Livestock is crucial in many countries to reduce poverty as well as elevate the economic growth of particular region. Accordingly, the Payakumbuh region is considered as a vital territory regarding beef cattle breeding in West Sumatra, Indonesia and holds cattle population of about 44,467 head1. Foreign breeds are being introduced to improve productivity in cows. Therefore, most of the smallholders have switched to exotic breeds because of high performance in growth and meat production. But, less reproduction in these exotic breeds is a huge constraint for people. These consequences are because of silent heat periods, late conception, deprived fertilization as well as postpartum sterility.
Scientists have found that investigation regarding blood serum biochemical and hematological traits (red blood cells (RBC), white blood cell (WBC) counts and hemoglobin (Hb) concentration) can improve the reproductive performance2,3. All of these parameters can aid to recognize the disorders including malnutrition, chronic illness, reproductive position and nutrition4. Accordingly, Yuherman and colleagues designed an experiment to examine the hematologic properties of exotic breeds with reproductive trouble, relative to healthy heifers and normal reproductive cows.
In this experiment, possible factors causing metabolic diseases and less reproduction were evaluated. For this purpose, survey was organized to assess the reproduction performance of 160 female Simmental cows of fifteen smallholders in Payakumbuh, West Sumatra, Indonesia. Scientists obtained the blood samples from fifteen female Simmentals having three different reproductive statues (heifers, pregnant and reproductive failure). Afterwards; researchers isolated the blood plasma and examined its hematological characteristics, protein concentration and mineral contents including Ca, P, Mg, Fe, Mn, Cu as well as Zn. Samples of fodder were obtained from 15 farms to determine dominant species and mineral composition. Moreover, scientists examined the through completely randomized 3×5 design for blood parameters and 4×3 design for forage minerals.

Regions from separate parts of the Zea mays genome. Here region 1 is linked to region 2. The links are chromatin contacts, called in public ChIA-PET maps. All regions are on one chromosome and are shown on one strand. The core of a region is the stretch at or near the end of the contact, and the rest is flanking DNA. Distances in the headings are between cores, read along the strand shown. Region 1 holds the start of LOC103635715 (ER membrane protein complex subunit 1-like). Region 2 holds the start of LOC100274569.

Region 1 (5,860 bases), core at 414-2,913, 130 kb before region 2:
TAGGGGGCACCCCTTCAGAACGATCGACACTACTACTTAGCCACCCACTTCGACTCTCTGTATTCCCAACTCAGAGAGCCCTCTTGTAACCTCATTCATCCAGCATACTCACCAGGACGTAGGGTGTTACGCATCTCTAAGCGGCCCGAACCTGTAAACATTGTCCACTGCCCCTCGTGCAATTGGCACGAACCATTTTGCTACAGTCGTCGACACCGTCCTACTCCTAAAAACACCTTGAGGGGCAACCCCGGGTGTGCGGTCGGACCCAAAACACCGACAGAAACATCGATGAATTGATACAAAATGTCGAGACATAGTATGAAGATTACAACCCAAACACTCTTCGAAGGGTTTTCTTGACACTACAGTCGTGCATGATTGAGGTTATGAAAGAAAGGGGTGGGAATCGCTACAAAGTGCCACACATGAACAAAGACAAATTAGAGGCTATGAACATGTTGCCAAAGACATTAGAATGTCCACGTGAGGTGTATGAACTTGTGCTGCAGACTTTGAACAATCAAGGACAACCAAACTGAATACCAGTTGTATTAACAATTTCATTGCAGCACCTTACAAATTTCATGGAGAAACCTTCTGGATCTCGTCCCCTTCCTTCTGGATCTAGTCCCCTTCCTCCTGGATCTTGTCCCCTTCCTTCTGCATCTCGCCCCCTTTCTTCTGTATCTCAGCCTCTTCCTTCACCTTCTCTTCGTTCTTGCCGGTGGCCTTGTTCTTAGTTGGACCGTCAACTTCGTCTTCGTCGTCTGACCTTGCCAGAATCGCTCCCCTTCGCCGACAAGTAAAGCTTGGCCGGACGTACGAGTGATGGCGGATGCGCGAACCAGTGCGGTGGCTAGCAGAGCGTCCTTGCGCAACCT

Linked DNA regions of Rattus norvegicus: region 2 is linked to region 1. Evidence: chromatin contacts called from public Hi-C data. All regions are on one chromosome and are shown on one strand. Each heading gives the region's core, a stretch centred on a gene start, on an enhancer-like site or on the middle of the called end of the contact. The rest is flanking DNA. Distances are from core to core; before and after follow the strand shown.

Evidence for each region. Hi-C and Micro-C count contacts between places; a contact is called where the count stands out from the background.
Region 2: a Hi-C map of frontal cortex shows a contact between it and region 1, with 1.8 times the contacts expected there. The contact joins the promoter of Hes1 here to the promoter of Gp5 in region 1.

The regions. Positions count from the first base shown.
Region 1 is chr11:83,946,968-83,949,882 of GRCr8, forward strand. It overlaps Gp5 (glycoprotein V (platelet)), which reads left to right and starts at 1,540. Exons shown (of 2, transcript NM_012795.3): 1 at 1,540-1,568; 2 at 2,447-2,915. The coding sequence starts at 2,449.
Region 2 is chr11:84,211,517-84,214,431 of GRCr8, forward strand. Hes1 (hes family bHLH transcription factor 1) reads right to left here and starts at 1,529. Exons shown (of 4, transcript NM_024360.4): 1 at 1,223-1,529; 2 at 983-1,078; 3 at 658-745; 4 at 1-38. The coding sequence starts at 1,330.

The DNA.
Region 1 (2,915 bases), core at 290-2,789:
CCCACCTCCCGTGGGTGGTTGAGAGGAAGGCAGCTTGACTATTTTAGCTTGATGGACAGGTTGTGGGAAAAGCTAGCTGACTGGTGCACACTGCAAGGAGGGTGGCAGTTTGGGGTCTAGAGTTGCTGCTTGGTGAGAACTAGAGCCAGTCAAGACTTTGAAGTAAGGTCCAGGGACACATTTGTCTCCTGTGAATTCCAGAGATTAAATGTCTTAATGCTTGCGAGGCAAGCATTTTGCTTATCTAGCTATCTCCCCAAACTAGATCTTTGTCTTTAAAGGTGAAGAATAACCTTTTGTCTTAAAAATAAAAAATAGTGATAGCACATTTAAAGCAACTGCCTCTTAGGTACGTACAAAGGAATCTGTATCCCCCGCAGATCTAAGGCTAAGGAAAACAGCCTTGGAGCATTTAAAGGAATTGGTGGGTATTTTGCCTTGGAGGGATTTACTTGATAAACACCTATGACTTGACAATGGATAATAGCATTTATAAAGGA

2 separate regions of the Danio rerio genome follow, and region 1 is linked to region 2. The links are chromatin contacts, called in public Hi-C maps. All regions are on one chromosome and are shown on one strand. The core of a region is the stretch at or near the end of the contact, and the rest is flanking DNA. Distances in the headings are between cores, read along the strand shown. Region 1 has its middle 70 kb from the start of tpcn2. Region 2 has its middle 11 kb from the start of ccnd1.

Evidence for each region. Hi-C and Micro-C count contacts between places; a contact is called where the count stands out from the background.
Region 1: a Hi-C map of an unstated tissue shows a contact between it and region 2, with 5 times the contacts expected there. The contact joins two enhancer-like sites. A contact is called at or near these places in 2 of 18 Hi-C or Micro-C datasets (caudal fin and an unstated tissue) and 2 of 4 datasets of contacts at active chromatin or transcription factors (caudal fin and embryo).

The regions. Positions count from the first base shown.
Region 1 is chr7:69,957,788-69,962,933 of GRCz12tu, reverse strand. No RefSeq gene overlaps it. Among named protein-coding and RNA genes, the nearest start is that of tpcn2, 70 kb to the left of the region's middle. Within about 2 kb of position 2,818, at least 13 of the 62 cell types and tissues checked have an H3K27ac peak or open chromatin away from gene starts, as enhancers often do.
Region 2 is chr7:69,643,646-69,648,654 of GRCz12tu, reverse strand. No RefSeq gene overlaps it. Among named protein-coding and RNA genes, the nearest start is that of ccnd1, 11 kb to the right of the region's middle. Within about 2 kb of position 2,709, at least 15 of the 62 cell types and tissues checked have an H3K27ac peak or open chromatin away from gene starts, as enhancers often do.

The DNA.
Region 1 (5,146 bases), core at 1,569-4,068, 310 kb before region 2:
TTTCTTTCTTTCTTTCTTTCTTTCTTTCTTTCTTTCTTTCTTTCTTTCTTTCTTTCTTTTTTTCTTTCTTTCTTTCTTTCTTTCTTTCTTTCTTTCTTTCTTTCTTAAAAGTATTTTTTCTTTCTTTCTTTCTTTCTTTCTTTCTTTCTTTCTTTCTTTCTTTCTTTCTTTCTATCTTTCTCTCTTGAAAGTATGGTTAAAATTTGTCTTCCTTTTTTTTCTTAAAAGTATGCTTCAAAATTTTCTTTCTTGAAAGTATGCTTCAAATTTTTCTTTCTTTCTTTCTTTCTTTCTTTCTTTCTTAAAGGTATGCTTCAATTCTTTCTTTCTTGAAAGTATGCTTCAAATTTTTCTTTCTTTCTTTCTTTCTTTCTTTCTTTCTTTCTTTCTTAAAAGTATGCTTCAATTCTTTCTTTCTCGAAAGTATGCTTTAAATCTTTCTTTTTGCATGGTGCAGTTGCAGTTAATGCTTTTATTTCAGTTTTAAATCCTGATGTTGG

Yuherman and team noted that approximately one-third of female cows exhibit reproductive disorders. Moreover, the animals were also seemed to be lacking in protein, Ca, P, Mn and Cu. Hence, scientists concluded that Anestrus and repeated insemination was the main culprit behind reduction in reproductive efficiency followed by poor fertilization in exotic breeds regarding smallholders which lead to delay or failure to produce calves. Moreover, reproductive turbulences in Simmental cows were interlinked with nutrient deficiencies. These outcomes will pave a ways towards better management practices, as well as nutritional and physiological measures of animals in the particular territory.
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